My father was an orthopedic surgeon and a fisherman, so bones and fishing line took me back to my memories of him. I remember being particularly fascinated by models he had of the human hand and foot. In these models, I could remove layers of vessels, muscles, and bone. Whenever I visited his office, I would take these apart and put them together again.

He also brought home big box video machines when he needed to review a new surgical procedure. There, on the kitchen counter, in the years before VCRs were widespread, he would set up this machine to study a surgery. It was gruesome and normal all at the same time to see this surgery playing out on the same counter where he carved our Thanksgiving turkey with surgical precision.

In college, as I began taking geology courses as part of my geology-physics/mathematics concentration (major), I was encouraged to take, “The Fossil Record” as a retiring professor was teaching it for the last time. The day that I arrived in class to find several different fossil skulls lined up for our inspection, my stomach turned. But, it wasn’t because they were skulls. It was because that week, my father had diagnosed his own brain tumor, so touching a skull felt a bit too raw.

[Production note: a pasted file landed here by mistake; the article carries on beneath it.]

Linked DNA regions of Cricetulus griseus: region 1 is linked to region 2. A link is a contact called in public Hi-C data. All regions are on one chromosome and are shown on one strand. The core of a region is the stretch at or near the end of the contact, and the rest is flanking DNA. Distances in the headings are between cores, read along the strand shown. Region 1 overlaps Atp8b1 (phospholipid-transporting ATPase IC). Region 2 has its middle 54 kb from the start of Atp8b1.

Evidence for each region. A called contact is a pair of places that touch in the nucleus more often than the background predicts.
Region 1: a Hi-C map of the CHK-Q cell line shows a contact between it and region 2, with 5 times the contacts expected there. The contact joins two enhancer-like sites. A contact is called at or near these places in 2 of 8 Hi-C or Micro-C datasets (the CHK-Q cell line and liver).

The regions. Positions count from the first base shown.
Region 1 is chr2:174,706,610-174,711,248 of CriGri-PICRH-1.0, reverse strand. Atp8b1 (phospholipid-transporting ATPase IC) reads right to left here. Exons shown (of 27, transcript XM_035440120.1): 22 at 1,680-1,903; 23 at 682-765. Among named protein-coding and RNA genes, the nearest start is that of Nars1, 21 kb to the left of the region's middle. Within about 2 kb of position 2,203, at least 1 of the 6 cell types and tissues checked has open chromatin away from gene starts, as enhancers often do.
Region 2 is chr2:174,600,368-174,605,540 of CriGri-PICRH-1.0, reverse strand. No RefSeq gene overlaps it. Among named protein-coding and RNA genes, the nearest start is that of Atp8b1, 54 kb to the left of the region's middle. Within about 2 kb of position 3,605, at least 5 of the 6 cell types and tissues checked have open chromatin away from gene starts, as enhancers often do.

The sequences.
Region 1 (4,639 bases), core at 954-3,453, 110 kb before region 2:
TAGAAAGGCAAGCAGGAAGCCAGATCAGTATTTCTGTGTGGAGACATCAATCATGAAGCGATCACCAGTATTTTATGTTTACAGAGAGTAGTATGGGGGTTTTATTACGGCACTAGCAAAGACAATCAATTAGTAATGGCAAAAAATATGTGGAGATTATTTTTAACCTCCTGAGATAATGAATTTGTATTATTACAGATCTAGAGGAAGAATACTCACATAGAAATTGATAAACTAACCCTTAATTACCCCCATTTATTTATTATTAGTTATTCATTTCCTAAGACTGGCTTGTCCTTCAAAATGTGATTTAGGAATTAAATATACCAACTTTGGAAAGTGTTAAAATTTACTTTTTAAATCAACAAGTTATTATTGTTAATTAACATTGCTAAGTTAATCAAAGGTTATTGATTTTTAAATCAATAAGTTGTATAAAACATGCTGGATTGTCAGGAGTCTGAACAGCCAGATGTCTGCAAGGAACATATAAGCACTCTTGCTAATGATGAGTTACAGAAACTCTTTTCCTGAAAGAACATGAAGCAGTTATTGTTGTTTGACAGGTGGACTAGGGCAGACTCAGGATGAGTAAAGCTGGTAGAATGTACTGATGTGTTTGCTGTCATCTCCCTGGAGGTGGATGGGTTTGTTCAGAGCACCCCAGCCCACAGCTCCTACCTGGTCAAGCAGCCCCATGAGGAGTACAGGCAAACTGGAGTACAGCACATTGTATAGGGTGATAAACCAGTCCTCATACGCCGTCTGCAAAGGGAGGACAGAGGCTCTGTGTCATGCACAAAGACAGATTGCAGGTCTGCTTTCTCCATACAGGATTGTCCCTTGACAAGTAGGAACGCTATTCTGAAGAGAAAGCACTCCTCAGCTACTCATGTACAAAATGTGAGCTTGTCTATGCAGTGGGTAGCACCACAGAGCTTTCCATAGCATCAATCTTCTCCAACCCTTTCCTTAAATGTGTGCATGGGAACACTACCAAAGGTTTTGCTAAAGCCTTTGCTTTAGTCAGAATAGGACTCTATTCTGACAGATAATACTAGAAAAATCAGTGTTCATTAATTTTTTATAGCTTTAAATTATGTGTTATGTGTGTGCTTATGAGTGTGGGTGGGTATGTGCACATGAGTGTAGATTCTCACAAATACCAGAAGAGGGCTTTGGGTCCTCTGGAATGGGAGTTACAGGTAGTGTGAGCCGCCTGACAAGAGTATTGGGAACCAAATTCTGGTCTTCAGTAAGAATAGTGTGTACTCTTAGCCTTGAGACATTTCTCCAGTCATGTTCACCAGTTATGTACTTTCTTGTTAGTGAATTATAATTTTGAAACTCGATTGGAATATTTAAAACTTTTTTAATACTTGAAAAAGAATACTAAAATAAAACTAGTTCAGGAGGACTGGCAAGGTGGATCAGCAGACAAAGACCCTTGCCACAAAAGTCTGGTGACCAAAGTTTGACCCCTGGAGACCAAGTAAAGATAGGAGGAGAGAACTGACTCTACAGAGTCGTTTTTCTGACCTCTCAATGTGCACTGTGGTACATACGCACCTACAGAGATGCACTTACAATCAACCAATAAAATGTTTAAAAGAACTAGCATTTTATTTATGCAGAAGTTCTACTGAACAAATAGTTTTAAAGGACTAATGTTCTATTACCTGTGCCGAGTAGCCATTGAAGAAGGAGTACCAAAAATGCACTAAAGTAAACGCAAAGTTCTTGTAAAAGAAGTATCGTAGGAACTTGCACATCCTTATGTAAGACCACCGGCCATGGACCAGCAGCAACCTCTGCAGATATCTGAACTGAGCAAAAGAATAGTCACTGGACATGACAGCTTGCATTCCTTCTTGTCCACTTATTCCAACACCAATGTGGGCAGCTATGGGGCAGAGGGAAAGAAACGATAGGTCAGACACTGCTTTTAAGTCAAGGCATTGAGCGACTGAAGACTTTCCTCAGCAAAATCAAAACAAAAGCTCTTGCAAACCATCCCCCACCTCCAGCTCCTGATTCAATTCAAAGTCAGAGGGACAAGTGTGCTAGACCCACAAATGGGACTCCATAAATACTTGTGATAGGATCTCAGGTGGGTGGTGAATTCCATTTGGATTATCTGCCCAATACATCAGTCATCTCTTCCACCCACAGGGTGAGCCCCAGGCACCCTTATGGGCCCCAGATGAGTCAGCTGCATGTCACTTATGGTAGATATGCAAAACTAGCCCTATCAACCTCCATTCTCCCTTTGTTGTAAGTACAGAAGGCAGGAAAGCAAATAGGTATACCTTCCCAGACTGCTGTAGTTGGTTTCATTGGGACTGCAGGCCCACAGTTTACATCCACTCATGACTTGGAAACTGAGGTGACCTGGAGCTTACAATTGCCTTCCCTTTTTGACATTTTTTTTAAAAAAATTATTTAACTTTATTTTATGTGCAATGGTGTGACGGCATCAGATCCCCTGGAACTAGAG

A few weeks after that, I was home for the December break, and my father asked to talk with me. He seemed serious, as if every visit, every conversation might be our last. He had survived brain surgery to remove the tumor, and was determined to get better. But, what he wanted to share with me was about me and my future. He knew that over many dinner conversations throughout my adolescence, I had soaked in his concerns about how medicine was changing becoming more managed, and that I had found another direction for my passion for math and science, newly declaring my intention to study geophysics. He said, “Do what you want to do. But, I want you to know that being a doctor has been deeply meaningful and rewarding, and it’s not my place to convince you not to pursue medicine if you want to do that.” My father died February 9, 1991, just a few months before I graduated from college.